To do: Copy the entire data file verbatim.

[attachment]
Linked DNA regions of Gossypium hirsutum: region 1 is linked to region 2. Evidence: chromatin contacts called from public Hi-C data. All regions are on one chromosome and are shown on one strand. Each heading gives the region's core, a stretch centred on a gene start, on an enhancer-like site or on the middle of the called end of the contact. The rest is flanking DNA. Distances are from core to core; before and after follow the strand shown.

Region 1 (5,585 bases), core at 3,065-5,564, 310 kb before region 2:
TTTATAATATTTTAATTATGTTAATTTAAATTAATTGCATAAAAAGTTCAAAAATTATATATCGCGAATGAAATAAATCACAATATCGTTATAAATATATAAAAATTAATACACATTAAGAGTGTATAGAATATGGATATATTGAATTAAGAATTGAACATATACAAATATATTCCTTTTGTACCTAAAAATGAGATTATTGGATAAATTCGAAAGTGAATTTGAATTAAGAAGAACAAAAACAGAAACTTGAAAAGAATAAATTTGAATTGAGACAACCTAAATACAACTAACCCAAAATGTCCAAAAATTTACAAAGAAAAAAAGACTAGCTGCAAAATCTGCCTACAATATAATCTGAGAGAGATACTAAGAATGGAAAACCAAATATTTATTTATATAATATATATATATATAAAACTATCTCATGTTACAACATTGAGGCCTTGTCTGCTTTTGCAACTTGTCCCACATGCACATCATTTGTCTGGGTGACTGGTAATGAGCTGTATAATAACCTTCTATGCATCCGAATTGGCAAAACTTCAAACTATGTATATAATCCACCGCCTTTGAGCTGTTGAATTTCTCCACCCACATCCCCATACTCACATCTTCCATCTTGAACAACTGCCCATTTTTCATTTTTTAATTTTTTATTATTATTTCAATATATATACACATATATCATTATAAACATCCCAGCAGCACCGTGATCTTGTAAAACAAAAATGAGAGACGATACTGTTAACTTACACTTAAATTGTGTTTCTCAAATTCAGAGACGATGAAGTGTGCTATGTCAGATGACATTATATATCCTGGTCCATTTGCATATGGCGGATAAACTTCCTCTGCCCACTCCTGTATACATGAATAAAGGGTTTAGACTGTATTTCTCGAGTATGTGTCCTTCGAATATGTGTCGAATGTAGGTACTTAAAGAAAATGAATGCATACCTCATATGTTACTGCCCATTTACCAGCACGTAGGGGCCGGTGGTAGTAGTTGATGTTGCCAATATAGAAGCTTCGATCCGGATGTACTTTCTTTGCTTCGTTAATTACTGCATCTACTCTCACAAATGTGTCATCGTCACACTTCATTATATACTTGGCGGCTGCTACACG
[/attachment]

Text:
Linked DNA regions of Gossypium hirsutum: region 1 is linked to region 2. Evidence: chromatin contacts called from public Hi-C data. All regions are on one chromosome and are shown on one strand. Each heading gives the region's core, a stretch centred on a gene start, on an enhancer-like site or on the middle of the called end of the contact. The rest is flanking DNA. Distances are from core to core; before and after follow the strand shown.

Region 1 (5,585 bases), core at 3,065-5,564, 310 kb before region 2:
TTTATAATATTTTAATTATGTTAATTTAAATTAATTGCATAAAAAGTTCAAAAATTATATATCGCGAATGAAATAAATCACAATATCGTTATAAATATATAAAAATTAATACACATTAAGAGTGTATAGAATATGGATATATTGAATTAAGAATTGAACATATACAAATATATTCCTTTTGTACCTAAAAATGAGATTATTGGATAAATTCGAAAGTGAATTTGAATTAAGAAGAACAAAAACAGAAACTTGAAAAGAATAAATTTGAATTGAGACAACCTAAATACAACTAACCCAAAATGTCCAAAAATTTACAAAGAAAAAAAGACTAGCTGCAAAATCTGCCTACAATATAATCTGAGAGAGATACTAAGAATGGAAAACCAAATATTTATTTATATAATATATATATATATAAAACTATCTCATGTTACAACATTGAGGCCTTGTCTGCTTTTGCAACTTGTCCCACATGCACATCATTTGTCTGGGTGACTGGTAATGAGCTGTATAATAACCTTCTATGCATCCGAATTGGCAAAACTTCAAACTATGTATATAATCCACCGCCTTTGAGCTGTTGAATTTCTCCACCCACATCCCCATACTCACATCTTCCATCTTGAACAACTGCCCATTTTTCATTTTTTAATTTTTTATTATTATTTCAATATATATACACATATATCATTATAAACATCCCAGCAGCACCGTGATCTTGTAAAACAAAAATGAGAGACGATACTGTTAACTTACACTTAAATTGTGTTTCTCAAATTCAGAGACGATGAAGTGTGCTATGTCAGATGACATTATATATCCTGGTCCATTTGCATATGGCGGATAAACTTCCTCTGCCCACTCCTGTATACATGAATAAAGGGTTTAGACTGTATTTCTCGAGTATGTGTCCTTCGAATATGTGTCGAATGTAGGTACTTAAAGAAAATGAATGCATACCTCATATGTTACTGCCCATTTACCAGCACGTAGGGGCCGGTGGTAGTAGTTGATGTTGCCAATATAGAAGCTTCGATCCGGATGTACTTTCTTTGCTTCGTTAATTACTGCATCTACTCTCACAAATGTGTCATCGTCACACTTCATTATATACTTGGCGGCTGCTACACG